Miami Jewish Health maintains a backup fuel capacity that well exceeds the current four-day requirement. Furthermore, the facility has an agreement with its backup generator company to provide someone onsite during a storm who can make repairs if needed. 

One of the generators, in fact, did go down during Irma. “And that’s exactly why that person was here, they were able to get that up and running immediately,” Pincus says.

After th​e Storm Passes

While initial emergency efforts focused on the storm itself, conditions after the hurricane were just as challenging. Staff members had been working 12-hour shifts. When Shift B arrived after the storm, those staffers had to do just as much work—if not more—than the Shift A that rode out the storm, Pincus says.

“You think the storm passes and everything is back to normal,” he says. “But that really is just when you start to clean everything. We had broken windows, we had downed trees, downed power lines, flooding in certain areas. We had to start assessing how the roads are out there. Are the trucks able to get here to deliver your food?”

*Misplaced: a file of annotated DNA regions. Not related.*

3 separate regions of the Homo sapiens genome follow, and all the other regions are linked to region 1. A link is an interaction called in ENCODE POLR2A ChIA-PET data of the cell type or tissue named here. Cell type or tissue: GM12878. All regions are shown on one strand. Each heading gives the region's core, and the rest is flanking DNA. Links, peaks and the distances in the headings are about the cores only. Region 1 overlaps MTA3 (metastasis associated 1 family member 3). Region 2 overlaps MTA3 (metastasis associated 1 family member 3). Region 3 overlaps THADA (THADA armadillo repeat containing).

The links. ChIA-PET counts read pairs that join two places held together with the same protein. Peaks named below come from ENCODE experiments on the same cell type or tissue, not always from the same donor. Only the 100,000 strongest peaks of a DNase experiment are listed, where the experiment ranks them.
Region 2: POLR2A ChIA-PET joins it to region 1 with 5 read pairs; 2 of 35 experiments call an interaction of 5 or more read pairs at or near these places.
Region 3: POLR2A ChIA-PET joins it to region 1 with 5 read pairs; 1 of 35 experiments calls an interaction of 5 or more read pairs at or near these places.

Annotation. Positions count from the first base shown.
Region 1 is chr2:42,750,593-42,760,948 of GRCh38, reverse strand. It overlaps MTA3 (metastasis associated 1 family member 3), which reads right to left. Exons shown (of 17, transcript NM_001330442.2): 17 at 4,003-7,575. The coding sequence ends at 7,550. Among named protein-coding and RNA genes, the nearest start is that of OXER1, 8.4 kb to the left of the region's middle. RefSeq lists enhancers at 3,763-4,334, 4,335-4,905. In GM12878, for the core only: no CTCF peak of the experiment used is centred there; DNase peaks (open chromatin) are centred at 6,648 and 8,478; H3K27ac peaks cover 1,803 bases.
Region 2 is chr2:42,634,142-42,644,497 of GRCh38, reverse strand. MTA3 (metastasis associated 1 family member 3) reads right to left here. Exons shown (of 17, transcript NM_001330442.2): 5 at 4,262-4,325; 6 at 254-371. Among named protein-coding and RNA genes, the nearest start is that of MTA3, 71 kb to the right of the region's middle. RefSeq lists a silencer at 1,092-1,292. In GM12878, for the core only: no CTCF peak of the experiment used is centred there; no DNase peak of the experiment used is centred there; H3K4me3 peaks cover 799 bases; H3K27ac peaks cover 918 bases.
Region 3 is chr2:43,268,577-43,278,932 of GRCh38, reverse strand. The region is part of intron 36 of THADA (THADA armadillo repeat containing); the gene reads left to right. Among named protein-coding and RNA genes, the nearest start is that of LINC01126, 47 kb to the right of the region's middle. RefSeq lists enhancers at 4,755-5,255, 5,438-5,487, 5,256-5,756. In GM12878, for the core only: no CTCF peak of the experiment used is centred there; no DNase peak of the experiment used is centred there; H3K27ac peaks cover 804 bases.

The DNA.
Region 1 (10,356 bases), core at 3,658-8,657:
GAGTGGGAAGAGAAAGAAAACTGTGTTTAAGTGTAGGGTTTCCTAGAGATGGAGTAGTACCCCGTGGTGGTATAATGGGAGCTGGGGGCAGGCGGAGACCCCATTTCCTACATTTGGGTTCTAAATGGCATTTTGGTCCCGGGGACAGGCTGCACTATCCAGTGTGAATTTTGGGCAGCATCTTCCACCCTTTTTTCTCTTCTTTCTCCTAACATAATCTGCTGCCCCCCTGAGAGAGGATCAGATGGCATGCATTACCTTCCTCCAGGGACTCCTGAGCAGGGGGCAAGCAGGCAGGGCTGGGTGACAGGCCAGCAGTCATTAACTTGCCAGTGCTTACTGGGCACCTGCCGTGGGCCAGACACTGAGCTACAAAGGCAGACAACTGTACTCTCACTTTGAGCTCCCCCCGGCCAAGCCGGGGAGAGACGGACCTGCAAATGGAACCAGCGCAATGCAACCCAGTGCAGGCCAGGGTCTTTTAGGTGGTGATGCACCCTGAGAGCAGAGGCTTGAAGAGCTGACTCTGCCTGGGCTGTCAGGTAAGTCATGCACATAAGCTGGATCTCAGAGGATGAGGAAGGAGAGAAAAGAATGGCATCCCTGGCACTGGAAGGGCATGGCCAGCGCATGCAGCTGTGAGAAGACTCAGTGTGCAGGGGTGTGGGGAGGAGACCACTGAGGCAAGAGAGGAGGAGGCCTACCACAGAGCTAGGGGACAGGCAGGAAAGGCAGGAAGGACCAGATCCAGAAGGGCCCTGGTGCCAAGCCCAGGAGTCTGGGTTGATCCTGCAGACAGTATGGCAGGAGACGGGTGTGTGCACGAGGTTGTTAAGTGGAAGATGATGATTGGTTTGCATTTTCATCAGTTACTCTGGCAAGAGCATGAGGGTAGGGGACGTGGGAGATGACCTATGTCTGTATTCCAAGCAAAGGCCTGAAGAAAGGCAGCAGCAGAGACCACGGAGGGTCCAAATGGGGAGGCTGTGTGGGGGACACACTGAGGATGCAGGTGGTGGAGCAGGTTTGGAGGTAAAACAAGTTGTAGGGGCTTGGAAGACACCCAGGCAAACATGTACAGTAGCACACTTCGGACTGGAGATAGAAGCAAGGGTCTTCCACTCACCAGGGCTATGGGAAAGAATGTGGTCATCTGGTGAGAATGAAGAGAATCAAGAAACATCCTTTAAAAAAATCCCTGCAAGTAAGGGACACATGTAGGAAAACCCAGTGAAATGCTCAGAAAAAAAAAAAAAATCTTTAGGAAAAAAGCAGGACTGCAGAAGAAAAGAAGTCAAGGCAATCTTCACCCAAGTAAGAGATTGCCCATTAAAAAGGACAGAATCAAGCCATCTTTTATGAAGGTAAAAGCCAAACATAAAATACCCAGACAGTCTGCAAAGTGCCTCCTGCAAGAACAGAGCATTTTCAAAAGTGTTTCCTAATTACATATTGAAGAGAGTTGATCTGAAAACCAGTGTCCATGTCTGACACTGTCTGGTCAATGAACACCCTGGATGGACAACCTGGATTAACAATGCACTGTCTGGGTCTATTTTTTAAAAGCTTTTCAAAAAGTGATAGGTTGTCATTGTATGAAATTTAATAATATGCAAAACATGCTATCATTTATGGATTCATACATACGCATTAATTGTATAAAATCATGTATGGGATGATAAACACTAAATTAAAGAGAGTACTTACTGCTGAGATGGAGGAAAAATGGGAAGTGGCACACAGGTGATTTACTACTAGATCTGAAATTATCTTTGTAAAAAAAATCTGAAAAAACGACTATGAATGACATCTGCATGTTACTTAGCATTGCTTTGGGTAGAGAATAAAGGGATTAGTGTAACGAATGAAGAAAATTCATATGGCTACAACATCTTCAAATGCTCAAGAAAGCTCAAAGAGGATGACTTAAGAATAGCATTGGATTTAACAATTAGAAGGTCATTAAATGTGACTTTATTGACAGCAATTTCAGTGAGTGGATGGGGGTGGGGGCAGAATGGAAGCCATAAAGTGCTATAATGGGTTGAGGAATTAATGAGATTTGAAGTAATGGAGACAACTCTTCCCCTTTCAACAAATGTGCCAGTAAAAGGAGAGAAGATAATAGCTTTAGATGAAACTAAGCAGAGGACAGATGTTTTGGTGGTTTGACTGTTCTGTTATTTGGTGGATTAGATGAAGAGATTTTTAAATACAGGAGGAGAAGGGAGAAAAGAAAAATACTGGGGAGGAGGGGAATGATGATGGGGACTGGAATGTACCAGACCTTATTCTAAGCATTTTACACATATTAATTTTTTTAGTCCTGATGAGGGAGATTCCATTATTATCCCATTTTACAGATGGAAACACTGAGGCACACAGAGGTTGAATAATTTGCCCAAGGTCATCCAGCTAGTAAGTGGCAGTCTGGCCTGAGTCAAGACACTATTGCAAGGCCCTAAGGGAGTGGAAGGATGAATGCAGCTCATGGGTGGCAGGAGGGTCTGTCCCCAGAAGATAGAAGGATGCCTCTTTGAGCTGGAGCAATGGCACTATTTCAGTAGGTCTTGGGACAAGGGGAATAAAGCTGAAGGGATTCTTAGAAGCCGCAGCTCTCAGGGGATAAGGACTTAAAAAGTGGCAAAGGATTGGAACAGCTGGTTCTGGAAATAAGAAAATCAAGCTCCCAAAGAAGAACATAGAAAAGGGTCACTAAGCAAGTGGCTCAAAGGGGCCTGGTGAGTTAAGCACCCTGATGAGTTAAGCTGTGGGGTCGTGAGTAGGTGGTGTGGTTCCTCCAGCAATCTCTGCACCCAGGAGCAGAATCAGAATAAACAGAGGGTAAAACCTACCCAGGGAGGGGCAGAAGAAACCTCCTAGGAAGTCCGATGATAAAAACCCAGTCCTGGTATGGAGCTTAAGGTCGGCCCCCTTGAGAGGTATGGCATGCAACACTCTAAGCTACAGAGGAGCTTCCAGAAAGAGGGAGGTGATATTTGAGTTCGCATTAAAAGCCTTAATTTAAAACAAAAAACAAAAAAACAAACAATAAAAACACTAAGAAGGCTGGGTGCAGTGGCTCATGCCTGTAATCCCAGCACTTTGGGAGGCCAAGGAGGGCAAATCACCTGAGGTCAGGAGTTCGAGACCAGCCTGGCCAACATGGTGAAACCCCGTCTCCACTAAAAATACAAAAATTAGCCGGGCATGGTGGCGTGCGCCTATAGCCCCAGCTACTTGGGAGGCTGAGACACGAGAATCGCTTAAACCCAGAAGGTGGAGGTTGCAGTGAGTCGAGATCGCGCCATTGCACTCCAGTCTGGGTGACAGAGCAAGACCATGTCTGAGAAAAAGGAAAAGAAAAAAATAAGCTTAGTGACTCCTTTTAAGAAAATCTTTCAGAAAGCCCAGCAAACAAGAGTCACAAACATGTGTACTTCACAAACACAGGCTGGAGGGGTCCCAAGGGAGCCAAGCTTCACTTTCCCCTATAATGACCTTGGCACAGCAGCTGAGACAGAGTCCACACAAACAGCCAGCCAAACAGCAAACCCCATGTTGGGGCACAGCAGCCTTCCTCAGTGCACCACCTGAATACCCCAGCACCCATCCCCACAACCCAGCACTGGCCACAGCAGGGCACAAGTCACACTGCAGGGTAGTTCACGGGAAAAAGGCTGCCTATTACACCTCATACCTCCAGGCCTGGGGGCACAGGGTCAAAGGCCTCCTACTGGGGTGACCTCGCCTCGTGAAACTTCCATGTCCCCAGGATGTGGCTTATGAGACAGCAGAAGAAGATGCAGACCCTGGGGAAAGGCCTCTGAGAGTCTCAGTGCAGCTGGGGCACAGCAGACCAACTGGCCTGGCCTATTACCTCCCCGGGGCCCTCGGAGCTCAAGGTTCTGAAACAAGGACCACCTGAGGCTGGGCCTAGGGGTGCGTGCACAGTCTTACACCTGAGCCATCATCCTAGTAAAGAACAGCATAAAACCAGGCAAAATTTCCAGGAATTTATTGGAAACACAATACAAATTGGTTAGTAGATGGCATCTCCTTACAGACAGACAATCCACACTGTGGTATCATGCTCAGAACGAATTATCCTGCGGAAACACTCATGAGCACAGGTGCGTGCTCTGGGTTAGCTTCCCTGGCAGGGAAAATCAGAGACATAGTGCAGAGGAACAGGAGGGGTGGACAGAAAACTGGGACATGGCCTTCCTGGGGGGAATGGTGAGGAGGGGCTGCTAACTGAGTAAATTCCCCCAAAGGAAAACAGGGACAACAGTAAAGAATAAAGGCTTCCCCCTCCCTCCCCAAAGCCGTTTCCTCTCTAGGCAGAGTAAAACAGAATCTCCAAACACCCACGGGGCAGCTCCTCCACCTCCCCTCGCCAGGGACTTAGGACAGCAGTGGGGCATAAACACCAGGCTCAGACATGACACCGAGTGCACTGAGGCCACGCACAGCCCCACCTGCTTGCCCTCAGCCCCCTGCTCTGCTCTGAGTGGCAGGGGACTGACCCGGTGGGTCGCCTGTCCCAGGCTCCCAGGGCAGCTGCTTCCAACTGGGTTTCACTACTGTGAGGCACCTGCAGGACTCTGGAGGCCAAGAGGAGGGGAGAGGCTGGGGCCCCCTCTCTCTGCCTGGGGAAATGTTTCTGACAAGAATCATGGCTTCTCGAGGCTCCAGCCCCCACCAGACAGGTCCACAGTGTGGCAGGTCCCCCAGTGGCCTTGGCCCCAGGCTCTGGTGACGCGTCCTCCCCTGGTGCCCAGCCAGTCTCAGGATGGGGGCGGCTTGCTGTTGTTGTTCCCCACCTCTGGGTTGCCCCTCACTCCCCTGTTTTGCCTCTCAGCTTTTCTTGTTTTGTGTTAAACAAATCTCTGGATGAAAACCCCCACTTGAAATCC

Added to the list of concerns was the fact the neighborhood lost power for roughly four days after the storm. For the safety of residents and staff, leadership put the campus on lock-down at night. 

To Stay​ or Not to Stay?

Some might wonder whether it would have been more prudent to evacuate the residents ahead of the storm.

Miami Jewish Health President and Chief Executive Officer Jeffrey Freimark says the decision was made to keep residents and patients in place. “To move them is extremely disruptive and potentially detrimental to their health,” he says. “Everyone who was on our campus, from before the storm, during the storm, and at the conclusion of the storm, came through just fine.”

Communicating the ongoing situation to the outside world, both during and after the storm, was top priority. Miami Jewish Health pushed out messages several times a day through social media and the website, says Churé Gladwell, vice president and chief development officer at Miami Jewish Health. “We found out how important that was to keep information flowing, so that family members were aware of developments and that their loved ones were safe,” she says.

Lessons Lear​ned

While Miami Jewish Health has been through many hurricanes over the years, each one offers something to be learned.